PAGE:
Who Replaces Peter MacKay?

October 1st, 2016 | J. Hodgson
cpc leadership

I’ve been a Peter Mackay advocate for years. I wrote this a few years ago and this earlier this year. I think he’s got the right combination of qualities that would’ve made him a great successor to Harper. If Harper had stepped down in 2014 and MacKay had taken over, it may have undermined the irrational Harper Derangement Syndrome that seemed to grip the country in the last days of the campaign.


Who knows?


Nevertheless, MacKay would (and someday still may) be a good leader for the CPC. His time in office was spent mending foreign affairs, rebuilding the military (the army at least), and toughening up our justice system. His career was built around killing terrorists and locking up scumbags, yet somehow he retained the image of a “Red Tory” amongst the general population.


His “scandals” in office consisted of a socially conservative worded Mother's Day message, a helicopter ride, wearing a sweater with a gun on it, and tossing some papers on the floor. Pretty tame stuff for almost ten years in power.


Andrew Coyne wrote this a while back and criticized him for thin accomplishments, but trying to drag this parochial country towards greatness while 2/3rds of the population hates you for it, is a tall order for anyone. The Harper/MacKay era did far more good than harm and we’re already seeing moribund evidence in comparison to Justin Trudeau’s Liberals.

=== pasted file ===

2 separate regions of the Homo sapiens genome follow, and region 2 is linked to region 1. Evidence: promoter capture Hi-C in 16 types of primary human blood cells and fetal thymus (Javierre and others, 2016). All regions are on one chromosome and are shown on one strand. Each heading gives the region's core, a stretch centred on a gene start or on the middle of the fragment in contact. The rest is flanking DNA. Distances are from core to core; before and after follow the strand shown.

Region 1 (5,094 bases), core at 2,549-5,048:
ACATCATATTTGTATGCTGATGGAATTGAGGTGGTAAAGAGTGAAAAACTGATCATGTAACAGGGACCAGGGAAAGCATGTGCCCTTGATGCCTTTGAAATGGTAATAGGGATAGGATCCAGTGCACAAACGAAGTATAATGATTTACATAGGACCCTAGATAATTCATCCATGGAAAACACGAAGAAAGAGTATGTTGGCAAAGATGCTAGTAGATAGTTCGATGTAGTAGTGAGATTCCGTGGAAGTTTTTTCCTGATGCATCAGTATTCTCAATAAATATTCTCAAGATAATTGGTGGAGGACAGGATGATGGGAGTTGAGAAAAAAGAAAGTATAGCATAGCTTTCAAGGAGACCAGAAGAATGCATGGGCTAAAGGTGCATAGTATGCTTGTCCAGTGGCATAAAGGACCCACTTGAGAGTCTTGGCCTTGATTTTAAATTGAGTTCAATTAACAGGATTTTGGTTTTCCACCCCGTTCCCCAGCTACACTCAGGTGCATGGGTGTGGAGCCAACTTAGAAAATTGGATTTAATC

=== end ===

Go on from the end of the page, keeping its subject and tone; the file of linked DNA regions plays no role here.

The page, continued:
So why didn’t MacKay run?


The most likely explanation is the most commonly given one. Family.


The guy has a 3-year-old son and a 1-year-old daughter. He’s also got a hot wife and a private sector law career at Baker & McKenzie that’s likely paying him over $700,000.00 a year. He’s going to take a 80% pay cut and spend his non-work time away from home talking in curling rinks to a couple of dozen farmers at eight in the morning about how the Liberals have a moderately higher tax structure than the Conservatives are proposing? I wouldn’t do it. I don’t blame him one bit.


So Peter, enjoy the sailboats and the sand castles and the backyard barbeques and leave the drudgery of shouting at Justin Trudeau in the HOC for the next three years to someone else that at least has the hunger for it. We’ll probably see you again sometime anyway.



So who WILL it be?